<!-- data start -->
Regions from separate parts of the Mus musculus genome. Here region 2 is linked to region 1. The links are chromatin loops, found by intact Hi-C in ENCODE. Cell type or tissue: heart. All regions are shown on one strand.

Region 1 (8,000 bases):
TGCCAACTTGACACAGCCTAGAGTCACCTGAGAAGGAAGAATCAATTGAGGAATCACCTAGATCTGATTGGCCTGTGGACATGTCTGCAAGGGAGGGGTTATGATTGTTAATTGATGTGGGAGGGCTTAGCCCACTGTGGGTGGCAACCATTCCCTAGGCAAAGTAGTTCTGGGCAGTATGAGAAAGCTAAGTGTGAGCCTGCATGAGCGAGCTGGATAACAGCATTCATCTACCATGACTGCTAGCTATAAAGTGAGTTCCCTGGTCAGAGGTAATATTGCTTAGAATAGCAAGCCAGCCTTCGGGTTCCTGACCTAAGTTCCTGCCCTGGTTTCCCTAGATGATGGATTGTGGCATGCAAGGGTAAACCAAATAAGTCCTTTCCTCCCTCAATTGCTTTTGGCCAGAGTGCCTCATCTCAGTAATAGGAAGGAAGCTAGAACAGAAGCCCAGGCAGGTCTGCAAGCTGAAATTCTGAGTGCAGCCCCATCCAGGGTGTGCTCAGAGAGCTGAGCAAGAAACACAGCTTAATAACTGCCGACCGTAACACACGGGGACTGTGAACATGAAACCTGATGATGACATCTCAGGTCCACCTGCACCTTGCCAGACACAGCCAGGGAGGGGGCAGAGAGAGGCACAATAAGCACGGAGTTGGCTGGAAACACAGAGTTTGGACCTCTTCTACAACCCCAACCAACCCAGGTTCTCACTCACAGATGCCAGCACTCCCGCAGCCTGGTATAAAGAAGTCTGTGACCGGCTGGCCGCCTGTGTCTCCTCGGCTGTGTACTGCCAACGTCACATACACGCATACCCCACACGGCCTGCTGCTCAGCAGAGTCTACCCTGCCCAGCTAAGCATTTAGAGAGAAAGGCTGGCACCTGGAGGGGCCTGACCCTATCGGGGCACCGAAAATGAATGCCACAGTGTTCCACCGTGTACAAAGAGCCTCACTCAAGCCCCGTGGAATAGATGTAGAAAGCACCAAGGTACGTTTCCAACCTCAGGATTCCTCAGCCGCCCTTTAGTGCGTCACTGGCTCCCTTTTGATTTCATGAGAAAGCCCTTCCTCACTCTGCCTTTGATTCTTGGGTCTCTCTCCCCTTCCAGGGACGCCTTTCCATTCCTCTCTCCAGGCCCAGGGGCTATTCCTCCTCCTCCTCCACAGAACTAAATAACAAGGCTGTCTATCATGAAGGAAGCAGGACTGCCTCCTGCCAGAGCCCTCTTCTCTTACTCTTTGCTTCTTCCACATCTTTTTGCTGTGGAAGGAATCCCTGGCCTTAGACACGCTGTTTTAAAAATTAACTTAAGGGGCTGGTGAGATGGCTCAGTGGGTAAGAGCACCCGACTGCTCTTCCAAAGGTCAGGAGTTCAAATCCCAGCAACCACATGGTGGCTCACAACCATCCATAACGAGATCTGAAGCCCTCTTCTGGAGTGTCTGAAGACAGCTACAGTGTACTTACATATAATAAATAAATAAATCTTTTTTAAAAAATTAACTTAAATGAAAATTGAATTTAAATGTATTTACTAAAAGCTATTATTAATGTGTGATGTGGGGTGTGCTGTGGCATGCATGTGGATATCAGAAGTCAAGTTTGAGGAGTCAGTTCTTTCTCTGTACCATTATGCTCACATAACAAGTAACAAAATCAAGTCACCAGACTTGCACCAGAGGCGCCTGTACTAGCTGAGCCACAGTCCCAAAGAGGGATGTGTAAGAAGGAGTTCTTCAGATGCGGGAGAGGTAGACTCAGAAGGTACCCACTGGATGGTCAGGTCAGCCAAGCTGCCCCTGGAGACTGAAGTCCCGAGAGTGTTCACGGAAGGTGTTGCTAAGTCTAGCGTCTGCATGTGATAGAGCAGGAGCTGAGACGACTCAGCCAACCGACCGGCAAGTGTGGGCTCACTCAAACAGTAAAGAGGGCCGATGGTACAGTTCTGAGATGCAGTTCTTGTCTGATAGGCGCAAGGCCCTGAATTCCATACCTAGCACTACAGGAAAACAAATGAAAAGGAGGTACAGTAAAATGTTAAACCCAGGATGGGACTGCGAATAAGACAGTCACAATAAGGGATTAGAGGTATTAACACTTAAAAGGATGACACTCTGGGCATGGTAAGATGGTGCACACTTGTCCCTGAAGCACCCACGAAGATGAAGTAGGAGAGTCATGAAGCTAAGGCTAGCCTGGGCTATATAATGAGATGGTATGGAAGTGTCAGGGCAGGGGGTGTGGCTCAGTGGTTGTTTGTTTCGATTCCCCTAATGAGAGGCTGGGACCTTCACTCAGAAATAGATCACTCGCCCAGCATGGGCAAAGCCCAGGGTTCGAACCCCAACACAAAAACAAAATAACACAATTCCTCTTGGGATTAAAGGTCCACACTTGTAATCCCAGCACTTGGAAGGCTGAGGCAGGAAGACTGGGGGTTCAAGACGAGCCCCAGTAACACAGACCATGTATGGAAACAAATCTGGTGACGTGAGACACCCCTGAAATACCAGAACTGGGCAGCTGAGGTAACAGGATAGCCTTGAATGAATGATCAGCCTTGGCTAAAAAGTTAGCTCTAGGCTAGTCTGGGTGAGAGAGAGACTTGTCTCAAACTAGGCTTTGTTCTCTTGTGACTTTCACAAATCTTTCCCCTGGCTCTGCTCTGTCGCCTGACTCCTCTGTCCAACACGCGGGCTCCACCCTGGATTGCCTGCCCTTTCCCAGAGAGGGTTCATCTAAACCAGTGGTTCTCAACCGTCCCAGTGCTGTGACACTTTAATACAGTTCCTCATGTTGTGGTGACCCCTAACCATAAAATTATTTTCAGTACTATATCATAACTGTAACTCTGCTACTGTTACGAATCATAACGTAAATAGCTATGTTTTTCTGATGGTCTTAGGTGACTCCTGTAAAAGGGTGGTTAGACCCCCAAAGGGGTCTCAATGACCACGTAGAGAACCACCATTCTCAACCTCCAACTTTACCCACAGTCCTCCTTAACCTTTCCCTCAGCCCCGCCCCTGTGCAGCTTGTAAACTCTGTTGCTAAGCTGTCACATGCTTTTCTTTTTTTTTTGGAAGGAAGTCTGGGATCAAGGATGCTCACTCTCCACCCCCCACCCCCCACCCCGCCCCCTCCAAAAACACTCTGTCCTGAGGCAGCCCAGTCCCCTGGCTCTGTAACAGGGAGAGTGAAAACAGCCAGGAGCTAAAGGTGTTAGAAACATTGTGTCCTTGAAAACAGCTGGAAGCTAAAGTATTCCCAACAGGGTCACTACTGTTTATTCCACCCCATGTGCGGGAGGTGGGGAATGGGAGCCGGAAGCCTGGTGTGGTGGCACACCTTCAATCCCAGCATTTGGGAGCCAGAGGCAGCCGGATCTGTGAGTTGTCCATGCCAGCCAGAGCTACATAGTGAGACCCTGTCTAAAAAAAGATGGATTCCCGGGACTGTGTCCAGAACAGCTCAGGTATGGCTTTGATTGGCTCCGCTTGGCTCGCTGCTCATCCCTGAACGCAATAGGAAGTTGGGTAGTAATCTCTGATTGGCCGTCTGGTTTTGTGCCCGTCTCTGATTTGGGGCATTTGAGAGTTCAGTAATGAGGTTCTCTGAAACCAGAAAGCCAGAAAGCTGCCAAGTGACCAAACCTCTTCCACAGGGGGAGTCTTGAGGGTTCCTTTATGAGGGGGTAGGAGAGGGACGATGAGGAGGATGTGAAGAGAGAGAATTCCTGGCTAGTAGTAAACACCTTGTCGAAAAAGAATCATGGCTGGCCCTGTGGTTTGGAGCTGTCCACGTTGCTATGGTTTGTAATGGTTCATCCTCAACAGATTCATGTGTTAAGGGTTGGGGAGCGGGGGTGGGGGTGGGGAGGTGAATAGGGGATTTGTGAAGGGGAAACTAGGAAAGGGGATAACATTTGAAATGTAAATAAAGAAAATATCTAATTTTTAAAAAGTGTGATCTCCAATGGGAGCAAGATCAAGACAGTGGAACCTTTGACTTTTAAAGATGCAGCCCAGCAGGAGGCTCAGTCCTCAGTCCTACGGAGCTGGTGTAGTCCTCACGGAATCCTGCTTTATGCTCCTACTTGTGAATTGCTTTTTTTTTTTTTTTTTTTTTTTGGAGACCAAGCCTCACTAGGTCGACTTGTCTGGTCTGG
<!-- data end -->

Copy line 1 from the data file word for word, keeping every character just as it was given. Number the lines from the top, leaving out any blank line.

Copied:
Regions from separate parts of the Mus musculus genome. Here region 2 is linked to region 1. The links are chromatin loops, found by intact Hi-C in ENCODE. Cell type or tissue: heart. All regions are shown on one strand.